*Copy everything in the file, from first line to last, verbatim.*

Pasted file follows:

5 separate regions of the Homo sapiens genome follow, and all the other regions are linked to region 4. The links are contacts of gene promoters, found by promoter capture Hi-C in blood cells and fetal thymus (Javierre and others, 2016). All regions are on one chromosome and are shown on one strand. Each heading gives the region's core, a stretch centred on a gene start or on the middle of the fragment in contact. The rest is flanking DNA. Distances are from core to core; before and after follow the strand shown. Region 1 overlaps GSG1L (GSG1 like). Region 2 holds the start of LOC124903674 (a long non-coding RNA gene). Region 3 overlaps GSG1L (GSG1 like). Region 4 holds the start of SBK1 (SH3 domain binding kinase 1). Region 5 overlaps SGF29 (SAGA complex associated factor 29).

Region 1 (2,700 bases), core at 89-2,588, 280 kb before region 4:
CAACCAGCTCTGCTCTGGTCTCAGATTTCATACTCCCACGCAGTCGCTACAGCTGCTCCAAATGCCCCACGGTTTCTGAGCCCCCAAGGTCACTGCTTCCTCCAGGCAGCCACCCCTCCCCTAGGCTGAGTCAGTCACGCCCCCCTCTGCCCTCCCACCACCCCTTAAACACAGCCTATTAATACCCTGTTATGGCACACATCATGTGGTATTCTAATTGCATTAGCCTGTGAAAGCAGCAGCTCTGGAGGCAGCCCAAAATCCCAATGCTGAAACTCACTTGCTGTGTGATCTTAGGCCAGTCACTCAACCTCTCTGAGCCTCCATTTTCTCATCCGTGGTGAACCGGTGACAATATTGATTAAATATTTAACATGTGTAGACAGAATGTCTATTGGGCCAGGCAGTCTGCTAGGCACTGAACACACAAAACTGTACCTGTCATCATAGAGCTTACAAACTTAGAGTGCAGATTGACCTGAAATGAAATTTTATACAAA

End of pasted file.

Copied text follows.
5 separate regions of the Homo sapiens genome follow, and all the other regions are linked to region 4. The links are contacts of gene promoters, found by promoter capture Hi-C in blood cells and fetal thymus (Javierre and others, 2016). All regions are on one chromosome and are shown on one strand. Each heading gives the region's core, a stretch centred on a gene start or on the middle of the fragment in contact. The rest is flanking DNA. Distances are from core to core; before and after follow the strand shown. Region 1 overlaps GSG1L (GSG1 like). Region 2 holds the start of LOC124903674 (a long non-coding RNA gene). Region 3 overlaps GSG1L (GSG1 like). Region 4 holds the start of SBK1 (SH3 domain binding kinase 1). Region 5 overlaps SGF29 (SAGA complex associated factor 29).

Region 1 (2,700 bases), core at 89-2,588, 280 kb before region 4:
CAACCAGCTCTGCTCTGGTCTCAGATTTCATACTCCCACGCAGTCGCTACAGCTGCTCCAAATGCCCCACGGTTTCTGAGCCCCCAAGGTCACTGCTTCCTCCAGGCAGCCACCCCTCCCCTAGGCTGAGTCAGTCACGCCCCCCTCTGCCCTCCCACCACCCCTTAAACACAGCCTATTAATACCCTGTTATGGCACACATCATGTGGTATTCTAATTGCATTAGCCTGTGAAAGCAGCAGCTCTGGAGGCAGCCCAAAATCCCAATGCTGAAACTCACTTGCTGTGTGATCTTAGGCCAGTCACTCAACCTCTCTGAGCCTCCATTTTCTCATCCGTGGTGAACCGGTGACAATATTGATTAAATATTTAACATGTGTAGACAGAATGTCTATTGGGCCAGGCAGTCTGCTAGGCACTGAACACACAAAACTGTACCTGTCATCATAGAGCTTACAAACTTAGAGTGCAGATTGACCTGAAATGAAATTTTATACAAA